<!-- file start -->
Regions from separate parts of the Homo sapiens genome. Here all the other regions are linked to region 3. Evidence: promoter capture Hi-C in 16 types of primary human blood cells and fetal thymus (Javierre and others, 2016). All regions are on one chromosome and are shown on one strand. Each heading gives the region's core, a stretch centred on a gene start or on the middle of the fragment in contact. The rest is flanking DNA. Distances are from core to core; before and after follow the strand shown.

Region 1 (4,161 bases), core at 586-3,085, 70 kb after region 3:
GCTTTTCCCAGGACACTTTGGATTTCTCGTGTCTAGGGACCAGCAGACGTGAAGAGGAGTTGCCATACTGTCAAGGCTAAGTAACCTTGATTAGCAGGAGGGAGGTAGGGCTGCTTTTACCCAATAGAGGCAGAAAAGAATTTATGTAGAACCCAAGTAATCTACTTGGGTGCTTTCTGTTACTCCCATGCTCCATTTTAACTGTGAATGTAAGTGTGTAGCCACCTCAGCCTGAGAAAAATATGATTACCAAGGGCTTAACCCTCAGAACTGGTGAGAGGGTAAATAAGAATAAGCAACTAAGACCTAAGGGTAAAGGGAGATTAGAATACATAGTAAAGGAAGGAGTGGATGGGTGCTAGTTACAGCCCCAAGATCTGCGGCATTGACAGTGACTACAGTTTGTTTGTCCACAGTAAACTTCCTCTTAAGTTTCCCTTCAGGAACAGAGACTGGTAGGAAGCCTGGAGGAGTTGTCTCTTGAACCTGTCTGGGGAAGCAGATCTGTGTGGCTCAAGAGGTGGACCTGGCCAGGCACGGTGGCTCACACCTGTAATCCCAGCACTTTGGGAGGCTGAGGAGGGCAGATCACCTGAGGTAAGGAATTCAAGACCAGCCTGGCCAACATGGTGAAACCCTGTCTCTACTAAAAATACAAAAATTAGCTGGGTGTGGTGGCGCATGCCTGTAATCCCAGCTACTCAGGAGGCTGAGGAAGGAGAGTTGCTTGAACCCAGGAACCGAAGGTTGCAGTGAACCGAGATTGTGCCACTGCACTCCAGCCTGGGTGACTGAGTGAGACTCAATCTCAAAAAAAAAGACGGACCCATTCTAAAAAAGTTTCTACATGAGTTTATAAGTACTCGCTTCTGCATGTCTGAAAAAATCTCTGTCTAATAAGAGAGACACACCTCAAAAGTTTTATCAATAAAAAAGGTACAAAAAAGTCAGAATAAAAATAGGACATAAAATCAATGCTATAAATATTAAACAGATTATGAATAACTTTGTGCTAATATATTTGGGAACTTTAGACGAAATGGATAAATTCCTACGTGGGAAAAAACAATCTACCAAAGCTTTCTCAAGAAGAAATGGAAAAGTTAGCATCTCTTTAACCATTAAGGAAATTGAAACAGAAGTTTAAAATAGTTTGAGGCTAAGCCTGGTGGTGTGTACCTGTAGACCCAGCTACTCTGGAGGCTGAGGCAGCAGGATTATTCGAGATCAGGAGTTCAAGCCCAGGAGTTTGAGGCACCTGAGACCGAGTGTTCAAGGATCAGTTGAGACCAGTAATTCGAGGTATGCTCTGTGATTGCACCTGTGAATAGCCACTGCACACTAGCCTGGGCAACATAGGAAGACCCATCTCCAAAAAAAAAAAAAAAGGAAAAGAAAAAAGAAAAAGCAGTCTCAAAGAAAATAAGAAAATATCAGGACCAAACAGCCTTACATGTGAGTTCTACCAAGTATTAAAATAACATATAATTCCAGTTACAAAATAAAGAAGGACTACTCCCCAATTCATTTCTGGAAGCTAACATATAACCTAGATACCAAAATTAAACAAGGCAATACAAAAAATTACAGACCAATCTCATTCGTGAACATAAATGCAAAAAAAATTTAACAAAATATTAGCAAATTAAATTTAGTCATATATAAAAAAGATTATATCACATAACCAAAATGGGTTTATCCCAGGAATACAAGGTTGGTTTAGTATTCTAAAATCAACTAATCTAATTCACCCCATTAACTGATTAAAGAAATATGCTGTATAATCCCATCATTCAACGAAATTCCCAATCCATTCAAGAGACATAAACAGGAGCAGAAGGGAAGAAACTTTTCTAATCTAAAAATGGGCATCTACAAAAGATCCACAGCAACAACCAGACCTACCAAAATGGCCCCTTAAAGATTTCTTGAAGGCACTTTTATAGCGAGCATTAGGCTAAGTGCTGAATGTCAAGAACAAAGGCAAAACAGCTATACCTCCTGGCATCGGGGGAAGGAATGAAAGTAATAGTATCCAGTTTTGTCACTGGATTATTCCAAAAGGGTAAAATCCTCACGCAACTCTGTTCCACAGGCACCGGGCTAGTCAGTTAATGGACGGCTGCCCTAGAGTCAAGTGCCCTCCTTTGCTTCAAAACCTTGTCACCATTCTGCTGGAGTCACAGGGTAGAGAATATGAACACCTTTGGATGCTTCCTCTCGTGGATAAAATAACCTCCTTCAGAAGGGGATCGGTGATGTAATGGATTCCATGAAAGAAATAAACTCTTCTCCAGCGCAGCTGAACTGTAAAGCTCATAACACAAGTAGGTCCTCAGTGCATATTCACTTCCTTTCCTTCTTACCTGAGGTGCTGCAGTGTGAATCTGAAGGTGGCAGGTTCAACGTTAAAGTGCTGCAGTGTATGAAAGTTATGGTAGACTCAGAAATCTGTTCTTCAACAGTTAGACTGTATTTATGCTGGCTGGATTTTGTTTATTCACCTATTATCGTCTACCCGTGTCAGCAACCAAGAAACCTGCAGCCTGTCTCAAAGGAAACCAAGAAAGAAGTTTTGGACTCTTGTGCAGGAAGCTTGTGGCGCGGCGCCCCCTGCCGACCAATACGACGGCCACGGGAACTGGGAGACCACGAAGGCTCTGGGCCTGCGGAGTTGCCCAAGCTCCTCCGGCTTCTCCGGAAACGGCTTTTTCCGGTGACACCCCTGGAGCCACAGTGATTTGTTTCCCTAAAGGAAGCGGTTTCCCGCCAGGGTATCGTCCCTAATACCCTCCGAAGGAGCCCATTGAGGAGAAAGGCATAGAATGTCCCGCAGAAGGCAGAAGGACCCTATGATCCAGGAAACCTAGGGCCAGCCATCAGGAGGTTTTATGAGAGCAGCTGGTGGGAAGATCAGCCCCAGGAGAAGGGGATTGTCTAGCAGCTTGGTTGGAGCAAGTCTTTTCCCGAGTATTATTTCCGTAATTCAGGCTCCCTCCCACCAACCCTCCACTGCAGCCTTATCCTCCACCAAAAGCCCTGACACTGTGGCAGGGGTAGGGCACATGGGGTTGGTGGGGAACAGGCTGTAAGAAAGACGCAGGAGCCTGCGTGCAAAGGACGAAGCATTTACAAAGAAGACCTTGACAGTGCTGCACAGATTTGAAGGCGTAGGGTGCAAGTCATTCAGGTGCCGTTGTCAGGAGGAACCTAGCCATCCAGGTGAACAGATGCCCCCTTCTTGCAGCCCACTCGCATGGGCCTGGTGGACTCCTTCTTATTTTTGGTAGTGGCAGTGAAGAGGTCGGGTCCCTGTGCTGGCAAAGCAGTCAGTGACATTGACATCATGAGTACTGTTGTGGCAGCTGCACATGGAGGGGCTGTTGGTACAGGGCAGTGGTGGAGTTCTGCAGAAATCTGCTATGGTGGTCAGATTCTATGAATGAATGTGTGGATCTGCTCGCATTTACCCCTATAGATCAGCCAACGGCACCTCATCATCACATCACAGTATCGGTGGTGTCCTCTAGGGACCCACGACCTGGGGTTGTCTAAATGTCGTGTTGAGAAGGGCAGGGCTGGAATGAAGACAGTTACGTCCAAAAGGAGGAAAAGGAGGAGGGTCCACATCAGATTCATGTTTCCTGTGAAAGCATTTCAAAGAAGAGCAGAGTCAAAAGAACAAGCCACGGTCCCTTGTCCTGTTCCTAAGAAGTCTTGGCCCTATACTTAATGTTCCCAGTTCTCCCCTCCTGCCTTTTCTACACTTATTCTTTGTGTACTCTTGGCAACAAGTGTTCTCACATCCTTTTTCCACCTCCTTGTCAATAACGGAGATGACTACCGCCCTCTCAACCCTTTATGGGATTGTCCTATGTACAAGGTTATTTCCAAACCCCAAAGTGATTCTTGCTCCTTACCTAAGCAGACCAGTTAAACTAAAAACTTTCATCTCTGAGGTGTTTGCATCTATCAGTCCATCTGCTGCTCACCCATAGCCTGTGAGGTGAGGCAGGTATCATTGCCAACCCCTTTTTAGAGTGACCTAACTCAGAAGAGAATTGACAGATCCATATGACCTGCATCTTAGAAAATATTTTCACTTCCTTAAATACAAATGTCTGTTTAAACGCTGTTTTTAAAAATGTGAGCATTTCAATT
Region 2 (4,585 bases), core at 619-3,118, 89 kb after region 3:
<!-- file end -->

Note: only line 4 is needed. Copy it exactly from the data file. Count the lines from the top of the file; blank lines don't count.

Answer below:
Region 2 (4,585 bases), core at 619-3,118, 89 kb after region 3: